This experiment came right after my previous posts, using the same set-up, eye-tracker and calibration. Just as in my previous recordings, my left hand was placed on the table in front of me, and the intention was now to eye-draw it (repeatedly). The scanpaths in my previous posts dealt with eye-tracking other than actual eye-drawing, as both scanpaths are the traces of my eye while drawing with my right hand. This post illustrates six eye-drawings resulting from the set-up mention above, and they lasted approximately 15 seconds each to record.
This is 9 seconds less than the previous blind-contouring exercise, which does not seem to be a great difference until one calculates that they are 37.5% of the (earlier) time spent blind-contouring. I am flagging this up not because I am interested in the mathematical calculation of the act of drawing (or eye-drawing), but because this can lead me to several new questions about my own practice. It can be argued that the blind-contouring exercise took longer due to the hand co-ordination involved while drawing (eye-drawing is more ‘direct’), but I think there can be other variables to consider.
What happens if I try to consciously go slower? Can I actually go slower? The eye movements are quite difficult to control and saccades are always in motion. How can this ‘trace’ relate to the line/mark/contour in drawing, and how does it compare to the notion of ‘reducing’ the mark before it quickly transforms into a defined image? I am not (spatially) aware of the mark while eye-drawing, or rather, the mark is in my head (not on a support). I can only tangibly relate to it during post-processing (virtually).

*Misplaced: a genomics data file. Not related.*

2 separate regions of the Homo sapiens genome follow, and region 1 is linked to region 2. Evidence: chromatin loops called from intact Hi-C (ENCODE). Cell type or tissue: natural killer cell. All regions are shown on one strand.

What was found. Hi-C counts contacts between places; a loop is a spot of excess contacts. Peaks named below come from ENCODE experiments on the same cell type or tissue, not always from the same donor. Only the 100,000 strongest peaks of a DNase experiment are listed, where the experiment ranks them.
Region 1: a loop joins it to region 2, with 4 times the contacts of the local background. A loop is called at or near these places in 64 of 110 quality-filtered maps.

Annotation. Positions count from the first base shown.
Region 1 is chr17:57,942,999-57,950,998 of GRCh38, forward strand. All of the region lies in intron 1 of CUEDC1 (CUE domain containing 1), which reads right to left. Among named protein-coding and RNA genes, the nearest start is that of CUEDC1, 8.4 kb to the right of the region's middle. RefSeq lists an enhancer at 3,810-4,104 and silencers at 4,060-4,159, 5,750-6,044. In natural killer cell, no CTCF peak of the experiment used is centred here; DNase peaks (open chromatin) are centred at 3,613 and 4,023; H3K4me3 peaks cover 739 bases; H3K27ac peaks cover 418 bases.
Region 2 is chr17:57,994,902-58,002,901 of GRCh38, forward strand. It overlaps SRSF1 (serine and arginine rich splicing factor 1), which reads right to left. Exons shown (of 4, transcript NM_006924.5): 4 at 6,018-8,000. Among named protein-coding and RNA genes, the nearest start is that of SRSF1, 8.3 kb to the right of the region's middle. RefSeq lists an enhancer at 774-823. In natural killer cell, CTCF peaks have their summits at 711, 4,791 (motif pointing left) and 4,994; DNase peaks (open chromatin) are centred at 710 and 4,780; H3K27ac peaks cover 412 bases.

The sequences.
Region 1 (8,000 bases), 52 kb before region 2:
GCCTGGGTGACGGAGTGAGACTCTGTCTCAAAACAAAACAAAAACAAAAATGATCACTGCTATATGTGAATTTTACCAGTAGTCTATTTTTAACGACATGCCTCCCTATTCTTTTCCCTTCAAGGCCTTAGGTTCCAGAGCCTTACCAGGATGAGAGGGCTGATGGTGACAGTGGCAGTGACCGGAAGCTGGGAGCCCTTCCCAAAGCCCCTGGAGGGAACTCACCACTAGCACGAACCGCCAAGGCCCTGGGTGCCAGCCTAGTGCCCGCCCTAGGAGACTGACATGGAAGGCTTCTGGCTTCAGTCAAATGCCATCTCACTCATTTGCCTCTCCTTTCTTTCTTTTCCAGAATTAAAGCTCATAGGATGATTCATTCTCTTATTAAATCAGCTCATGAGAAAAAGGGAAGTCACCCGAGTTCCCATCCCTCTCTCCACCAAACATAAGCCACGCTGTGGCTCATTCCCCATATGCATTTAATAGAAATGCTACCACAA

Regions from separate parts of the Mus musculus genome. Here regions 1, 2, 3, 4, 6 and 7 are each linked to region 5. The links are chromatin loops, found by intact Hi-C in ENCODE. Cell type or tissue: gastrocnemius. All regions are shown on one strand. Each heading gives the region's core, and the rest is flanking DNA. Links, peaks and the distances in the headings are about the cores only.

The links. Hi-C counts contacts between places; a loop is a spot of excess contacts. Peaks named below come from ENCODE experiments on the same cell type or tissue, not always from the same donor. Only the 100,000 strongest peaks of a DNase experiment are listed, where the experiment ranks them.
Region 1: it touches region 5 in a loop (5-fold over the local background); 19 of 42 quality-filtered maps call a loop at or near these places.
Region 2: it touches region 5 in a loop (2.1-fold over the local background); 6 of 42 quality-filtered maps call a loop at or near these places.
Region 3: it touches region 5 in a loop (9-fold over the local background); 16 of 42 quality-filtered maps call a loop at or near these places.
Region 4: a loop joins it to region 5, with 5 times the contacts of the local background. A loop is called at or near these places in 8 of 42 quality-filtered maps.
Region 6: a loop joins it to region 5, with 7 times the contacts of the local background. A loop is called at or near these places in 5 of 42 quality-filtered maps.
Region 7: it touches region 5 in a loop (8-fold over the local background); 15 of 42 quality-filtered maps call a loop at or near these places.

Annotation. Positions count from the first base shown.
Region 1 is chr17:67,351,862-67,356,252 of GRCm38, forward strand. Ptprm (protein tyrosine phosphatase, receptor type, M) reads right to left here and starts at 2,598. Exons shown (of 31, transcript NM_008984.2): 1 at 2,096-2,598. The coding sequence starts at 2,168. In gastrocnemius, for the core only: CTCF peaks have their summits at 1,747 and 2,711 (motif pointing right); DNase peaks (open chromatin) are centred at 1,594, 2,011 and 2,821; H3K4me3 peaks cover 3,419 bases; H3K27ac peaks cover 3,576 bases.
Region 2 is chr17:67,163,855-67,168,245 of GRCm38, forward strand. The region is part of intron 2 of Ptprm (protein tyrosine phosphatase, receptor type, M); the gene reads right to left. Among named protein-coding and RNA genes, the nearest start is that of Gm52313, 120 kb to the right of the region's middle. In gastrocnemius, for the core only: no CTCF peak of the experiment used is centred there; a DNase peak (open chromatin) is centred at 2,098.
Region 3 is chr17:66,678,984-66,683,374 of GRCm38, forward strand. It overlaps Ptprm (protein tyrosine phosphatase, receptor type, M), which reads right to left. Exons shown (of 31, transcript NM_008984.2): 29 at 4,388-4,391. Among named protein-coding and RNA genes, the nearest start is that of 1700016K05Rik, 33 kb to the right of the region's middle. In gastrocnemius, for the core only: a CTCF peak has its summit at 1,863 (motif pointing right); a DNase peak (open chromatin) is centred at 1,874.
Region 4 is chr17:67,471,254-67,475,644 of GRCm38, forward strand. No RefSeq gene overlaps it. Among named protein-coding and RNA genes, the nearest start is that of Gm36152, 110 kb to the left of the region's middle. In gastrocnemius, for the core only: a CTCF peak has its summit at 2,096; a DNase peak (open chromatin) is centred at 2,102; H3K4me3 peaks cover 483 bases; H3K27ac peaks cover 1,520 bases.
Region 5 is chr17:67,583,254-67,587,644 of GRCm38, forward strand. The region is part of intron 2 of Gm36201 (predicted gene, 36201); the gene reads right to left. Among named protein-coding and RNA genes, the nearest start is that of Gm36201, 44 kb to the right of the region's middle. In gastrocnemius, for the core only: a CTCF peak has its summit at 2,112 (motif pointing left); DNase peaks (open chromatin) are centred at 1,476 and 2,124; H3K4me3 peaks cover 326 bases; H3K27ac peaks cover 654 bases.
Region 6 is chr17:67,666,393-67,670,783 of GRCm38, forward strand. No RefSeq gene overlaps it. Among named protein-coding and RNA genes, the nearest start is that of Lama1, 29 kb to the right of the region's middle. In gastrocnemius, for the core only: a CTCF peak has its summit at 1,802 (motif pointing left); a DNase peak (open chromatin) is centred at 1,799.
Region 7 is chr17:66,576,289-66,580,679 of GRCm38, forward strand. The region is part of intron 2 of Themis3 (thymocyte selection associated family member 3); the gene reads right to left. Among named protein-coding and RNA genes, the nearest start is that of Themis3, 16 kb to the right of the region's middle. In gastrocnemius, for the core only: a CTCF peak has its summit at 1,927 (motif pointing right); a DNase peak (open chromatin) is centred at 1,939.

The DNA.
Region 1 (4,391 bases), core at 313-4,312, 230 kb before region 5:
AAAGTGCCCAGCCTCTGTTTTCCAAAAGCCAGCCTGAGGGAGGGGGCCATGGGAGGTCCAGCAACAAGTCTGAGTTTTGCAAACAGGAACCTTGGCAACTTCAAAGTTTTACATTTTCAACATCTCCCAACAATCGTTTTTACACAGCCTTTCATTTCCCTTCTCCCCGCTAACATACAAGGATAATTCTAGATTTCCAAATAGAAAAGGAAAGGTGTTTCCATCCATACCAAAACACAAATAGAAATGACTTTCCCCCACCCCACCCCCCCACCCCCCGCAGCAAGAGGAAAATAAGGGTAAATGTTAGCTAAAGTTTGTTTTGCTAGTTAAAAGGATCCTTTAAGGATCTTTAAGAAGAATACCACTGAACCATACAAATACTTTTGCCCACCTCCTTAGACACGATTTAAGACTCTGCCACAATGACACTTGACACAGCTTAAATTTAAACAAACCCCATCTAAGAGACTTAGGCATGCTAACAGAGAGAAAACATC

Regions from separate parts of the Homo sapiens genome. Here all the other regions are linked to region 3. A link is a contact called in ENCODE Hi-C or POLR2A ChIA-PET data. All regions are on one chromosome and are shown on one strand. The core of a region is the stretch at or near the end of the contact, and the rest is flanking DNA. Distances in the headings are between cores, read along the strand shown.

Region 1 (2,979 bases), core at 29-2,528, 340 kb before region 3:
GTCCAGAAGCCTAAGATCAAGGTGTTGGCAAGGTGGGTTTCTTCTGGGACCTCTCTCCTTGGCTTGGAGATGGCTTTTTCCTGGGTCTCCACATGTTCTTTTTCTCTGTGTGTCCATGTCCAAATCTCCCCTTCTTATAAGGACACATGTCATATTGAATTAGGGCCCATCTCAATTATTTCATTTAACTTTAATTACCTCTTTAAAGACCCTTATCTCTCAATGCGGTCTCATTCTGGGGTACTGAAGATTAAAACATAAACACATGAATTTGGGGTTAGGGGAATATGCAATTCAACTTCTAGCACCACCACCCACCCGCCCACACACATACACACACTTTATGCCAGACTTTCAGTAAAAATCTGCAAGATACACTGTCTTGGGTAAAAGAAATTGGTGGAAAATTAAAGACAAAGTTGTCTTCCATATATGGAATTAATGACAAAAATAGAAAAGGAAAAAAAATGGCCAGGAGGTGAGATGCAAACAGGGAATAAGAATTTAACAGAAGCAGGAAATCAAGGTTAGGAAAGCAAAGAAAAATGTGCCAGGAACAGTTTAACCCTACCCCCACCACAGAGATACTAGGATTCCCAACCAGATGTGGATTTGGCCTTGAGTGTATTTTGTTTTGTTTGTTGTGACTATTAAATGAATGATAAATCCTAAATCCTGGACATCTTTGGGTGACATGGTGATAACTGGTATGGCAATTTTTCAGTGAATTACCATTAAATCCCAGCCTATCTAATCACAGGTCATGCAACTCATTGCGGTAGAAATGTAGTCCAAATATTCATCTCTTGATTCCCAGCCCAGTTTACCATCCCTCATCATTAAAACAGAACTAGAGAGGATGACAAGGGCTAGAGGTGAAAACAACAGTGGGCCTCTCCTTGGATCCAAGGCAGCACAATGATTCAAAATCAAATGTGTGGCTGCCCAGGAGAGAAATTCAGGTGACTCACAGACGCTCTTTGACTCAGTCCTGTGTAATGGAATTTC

Does the distance I was eye-drawing my hand from naturally influence the speed (and other factors)? Distance has always been a crucial issue to take into account when drawing; both physically and mentally.
I am also intrigued by the fact that it seems to have automatically taken about 14-16 seconds for every eye-drawing to manifest (six times in a row). Is this an indication of habituality? All six eye-drawings unconsciously started from the back of my hand, moving clockwise through my fingers and ended below the wrist. When hand-drawing I am aware that I make a lot of conscious (and sometimes habitual) decisions; where to start on my page, where to start on the object I am gazing at, etc. What happens if I train myself to be more aware of where to start and how to ‘move’ while eye-drawing (or should I not)?
Another important mention are the fixations. Arguably the fixations in the eye-drawings represent some kind of hesitation in figuring out where I am in the ‘drawing’ (relating directly to somewhere in my mental imagery). It is also interesting to note that the 6th eye-drawing manifests an unconscious ‘inattention’ towards the completion of the drawing, resulting in a ‘misdirection’ of the saccades. These unpredictable registrations can be of most interest when treating the practice of eye drawing in context of its unique perceptive moments in time and space.
Figure 5: Eye-drawing 1 of my left hand
Figure 6: Eye-drawing 2 of my left hand
Figure 7: Eye-drawing 3 of my left hand
Figure 8: Eye-drawing 4 of my left hand
Figure 9: Eye-drawing 5 of my left hand
Figure 10: Eye-drawing 6 of my left hand